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Visit the National World War II Museum in New Orleans

By Themuseumoutlet 4 years ago 763 Views No comments

Visit the National World War II Museum in New Orleans

World War II is a universal concept and having an entire museum built on its artefacts and equipment is interesting to those who love history. So, visit the National World War II Museum in New Orleans, you will love it too!

The National World War II Museum in New Orleans had flung open its doors on 6th June 2000, when it was the 56th anniversary of the D-Day! Originally located in Louisiana Memorial Pavilion, today, it has expanded to include the Solomon Victory Theatre, U.S. Freedom pavilion, John E. Kushner Restoration pavilion, the Boeing Centre, and Road to Tokyo pavilion.

This amazing museum houses multiple exhibits that highlight important memories of the World War II. The museum bespeaks the story of World War II and describes the lives of Americans during its times, and the heavy price they had to pay to gain freedom from the prevailing adversities.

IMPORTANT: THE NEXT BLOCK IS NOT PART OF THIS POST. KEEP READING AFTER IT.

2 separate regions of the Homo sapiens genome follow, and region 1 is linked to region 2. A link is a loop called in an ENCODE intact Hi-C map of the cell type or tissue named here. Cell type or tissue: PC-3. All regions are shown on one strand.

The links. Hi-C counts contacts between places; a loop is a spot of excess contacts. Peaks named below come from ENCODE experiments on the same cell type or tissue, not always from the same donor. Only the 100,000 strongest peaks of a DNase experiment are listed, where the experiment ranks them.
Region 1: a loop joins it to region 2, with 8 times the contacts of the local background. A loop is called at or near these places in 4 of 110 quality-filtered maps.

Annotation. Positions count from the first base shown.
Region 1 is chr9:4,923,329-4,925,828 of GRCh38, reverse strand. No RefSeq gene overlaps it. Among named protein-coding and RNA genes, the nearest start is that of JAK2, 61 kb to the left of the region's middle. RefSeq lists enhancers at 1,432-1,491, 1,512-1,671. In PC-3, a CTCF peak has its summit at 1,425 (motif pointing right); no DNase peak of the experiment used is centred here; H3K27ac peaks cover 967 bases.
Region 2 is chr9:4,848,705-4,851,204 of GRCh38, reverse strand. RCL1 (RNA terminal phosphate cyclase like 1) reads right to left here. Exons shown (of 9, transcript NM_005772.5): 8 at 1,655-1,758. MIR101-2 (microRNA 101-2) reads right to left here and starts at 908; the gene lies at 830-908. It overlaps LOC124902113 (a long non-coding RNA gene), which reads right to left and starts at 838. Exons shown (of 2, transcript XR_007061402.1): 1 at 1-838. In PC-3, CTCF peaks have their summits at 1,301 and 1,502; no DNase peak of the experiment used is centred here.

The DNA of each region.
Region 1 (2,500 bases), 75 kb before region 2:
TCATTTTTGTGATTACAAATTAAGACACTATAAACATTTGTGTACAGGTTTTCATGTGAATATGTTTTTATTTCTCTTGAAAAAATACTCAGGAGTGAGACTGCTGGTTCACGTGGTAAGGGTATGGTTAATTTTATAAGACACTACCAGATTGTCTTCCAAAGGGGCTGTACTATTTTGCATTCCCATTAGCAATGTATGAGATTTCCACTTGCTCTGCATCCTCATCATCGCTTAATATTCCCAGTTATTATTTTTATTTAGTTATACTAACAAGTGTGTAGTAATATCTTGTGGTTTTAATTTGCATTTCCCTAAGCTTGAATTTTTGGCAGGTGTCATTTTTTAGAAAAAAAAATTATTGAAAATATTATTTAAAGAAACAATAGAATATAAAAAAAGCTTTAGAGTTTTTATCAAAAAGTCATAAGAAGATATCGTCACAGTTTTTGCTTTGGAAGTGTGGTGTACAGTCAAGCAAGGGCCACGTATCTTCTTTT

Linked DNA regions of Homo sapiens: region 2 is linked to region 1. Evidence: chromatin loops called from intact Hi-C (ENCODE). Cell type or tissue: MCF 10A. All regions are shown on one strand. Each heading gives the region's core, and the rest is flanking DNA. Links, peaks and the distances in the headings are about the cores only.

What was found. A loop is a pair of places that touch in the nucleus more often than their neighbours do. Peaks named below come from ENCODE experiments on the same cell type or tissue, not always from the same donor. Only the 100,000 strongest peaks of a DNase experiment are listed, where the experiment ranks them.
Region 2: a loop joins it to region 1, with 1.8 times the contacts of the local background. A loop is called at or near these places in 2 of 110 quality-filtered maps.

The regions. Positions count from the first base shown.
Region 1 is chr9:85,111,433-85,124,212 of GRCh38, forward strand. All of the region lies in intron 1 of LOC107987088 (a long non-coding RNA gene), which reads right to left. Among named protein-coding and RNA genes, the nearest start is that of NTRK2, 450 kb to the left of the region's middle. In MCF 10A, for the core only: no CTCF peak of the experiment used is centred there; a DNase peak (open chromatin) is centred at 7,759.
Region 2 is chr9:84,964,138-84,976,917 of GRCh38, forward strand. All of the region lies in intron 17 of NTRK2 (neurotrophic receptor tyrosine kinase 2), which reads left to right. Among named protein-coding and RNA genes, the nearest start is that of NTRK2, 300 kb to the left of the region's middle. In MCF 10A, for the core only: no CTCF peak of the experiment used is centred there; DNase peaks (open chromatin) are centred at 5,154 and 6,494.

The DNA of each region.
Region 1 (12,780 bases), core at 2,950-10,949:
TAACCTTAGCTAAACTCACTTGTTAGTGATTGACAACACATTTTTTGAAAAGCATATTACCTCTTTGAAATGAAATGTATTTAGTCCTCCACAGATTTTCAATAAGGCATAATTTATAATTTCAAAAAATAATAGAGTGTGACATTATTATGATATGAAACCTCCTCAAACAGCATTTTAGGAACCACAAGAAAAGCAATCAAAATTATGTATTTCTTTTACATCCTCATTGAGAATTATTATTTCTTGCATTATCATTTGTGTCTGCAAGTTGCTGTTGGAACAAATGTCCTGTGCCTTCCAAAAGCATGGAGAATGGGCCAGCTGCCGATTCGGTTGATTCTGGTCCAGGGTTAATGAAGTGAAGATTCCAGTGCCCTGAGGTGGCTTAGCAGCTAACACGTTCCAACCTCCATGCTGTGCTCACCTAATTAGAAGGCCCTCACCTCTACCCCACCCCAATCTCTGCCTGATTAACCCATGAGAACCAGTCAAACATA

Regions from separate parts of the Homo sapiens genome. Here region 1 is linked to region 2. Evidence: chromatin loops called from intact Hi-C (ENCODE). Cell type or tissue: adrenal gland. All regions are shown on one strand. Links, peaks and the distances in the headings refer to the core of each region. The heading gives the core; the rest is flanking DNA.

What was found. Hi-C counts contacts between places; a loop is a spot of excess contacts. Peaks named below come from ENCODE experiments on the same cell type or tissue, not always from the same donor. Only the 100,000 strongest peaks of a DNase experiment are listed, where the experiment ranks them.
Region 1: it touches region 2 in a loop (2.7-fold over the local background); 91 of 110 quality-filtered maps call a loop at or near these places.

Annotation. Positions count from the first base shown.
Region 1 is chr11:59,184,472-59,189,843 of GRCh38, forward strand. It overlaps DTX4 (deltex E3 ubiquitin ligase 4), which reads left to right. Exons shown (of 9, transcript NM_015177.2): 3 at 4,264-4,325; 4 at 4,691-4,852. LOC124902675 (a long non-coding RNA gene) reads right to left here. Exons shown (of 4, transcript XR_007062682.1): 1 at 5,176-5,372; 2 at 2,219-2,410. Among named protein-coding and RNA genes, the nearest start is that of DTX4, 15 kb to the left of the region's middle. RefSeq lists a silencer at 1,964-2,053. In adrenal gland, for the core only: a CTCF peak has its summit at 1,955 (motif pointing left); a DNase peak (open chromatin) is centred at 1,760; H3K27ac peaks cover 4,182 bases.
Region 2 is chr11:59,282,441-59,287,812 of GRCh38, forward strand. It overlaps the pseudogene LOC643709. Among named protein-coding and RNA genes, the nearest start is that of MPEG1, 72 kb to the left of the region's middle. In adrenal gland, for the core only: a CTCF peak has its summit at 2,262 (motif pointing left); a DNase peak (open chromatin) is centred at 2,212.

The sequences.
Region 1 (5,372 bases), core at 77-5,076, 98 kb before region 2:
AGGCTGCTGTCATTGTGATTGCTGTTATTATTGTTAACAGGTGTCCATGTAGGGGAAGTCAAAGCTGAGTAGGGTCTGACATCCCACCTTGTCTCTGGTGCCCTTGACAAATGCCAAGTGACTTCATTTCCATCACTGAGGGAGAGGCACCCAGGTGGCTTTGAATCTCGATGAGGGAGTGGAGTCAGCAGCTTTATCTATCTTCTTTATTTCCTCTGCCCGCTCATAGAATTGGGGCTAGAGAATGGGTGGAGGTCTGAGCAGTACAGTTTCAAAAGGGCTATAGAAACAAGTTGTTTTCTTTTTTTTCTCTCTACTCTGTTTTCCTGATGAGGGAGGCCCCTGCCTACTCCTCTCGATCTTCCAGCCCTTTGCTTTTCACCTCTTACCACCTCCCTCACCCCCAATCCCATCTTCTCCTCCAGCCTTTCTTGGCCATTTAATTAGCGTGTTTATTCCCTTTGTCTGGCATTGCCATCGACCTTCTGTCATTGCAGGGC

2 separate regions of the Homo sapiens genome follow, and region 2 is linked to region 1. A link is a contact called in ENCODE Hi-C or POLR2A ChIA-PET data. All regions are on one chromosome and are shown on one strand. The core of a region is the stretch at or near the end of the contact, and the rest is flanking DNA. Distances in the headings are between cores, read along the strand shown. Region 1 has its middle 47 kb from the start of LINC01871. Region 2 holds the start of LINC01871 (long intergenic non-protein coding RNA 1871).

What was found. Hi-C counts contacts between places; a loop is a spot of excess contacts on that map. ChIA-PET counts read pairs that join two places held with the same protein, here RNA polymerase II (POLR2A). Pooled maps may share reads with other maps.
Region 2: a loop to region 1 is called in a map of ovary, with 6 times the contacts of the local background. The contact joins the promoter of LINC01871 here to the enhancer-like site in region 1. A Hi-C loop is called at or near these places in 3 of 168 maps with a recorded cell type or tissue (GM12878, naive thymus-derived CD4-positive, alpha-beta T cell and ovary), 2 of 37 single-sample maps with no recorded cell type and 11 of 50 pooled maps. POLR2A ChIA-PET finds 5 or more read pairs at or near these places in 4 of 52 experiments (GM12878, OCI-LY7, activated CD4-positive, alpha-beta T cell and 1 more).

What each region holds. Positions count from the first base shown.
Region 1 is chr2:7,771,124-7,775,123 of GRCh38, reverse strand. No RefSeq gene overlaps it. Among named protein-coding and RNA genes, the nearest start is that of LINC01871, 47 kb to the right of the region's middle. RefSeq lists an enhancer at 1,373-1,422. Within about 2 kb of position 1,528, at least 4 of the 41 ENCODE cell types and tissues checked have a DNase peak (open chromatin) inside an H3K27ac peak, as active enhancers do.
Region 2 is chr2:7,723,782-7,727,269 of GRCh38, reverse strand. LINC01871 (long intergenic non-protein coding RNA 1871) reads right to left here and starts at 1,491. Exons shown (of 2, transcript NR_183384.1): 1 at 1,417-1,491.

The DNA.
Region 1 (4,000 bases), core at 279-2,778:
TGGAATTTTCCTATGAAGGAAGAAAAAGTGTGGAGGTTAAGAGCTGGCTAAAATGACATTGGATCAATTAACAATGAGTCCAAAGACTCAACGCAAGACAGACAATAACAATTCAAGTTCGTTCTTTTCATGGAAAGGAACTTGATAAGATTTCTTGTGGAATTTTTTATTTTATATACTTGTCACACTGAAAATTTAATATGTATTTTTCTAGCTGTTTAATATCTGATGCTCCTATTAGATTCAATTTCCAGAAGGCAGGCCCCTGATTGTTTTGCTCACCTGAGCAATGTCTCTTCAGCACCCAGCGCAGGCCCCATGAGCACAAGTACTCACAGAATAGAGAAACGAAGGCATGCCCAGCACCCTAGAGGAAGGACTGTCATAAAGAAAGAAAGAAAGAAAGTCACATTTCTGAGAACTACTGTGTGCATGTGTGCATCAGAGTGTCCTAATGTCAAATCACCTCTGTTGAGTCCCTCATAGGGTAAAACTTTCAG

The Louisiana Memorial Pavilion allows a 5-minute train car experience for visitors to experience real-life sounds, recreation of sights, bittersweet returns, and emotional farewells of about 16 million people who were involved in the War. Additionally, its galleries tell soulful stories about those who experienced tortures and first-hand tragedies as a result of all that unfolded during those times.

The Victory Solomon Theatre Pavilion is situated in a 4,362 square foot area that seats up to 246 visitors. It has a 120 foot wide screen featuring a 35-minute 4D cinematic movie called 'Beyond All Boundaries'. The movie uses 21st century technology to demonstrate the 20th century struggles of World War II.

Additionally, the John E. Kushner Restoration Pavilion has an exterior wall made up of glass; it allows visitors to view the world of museum workers and their contributions in restoring and preserving the artefacts of the World War II. At this venue, real weapons, notorious boats, military equipment', and other priceless pieces are displayed to demonstrate the past in a nutshell.

Be there!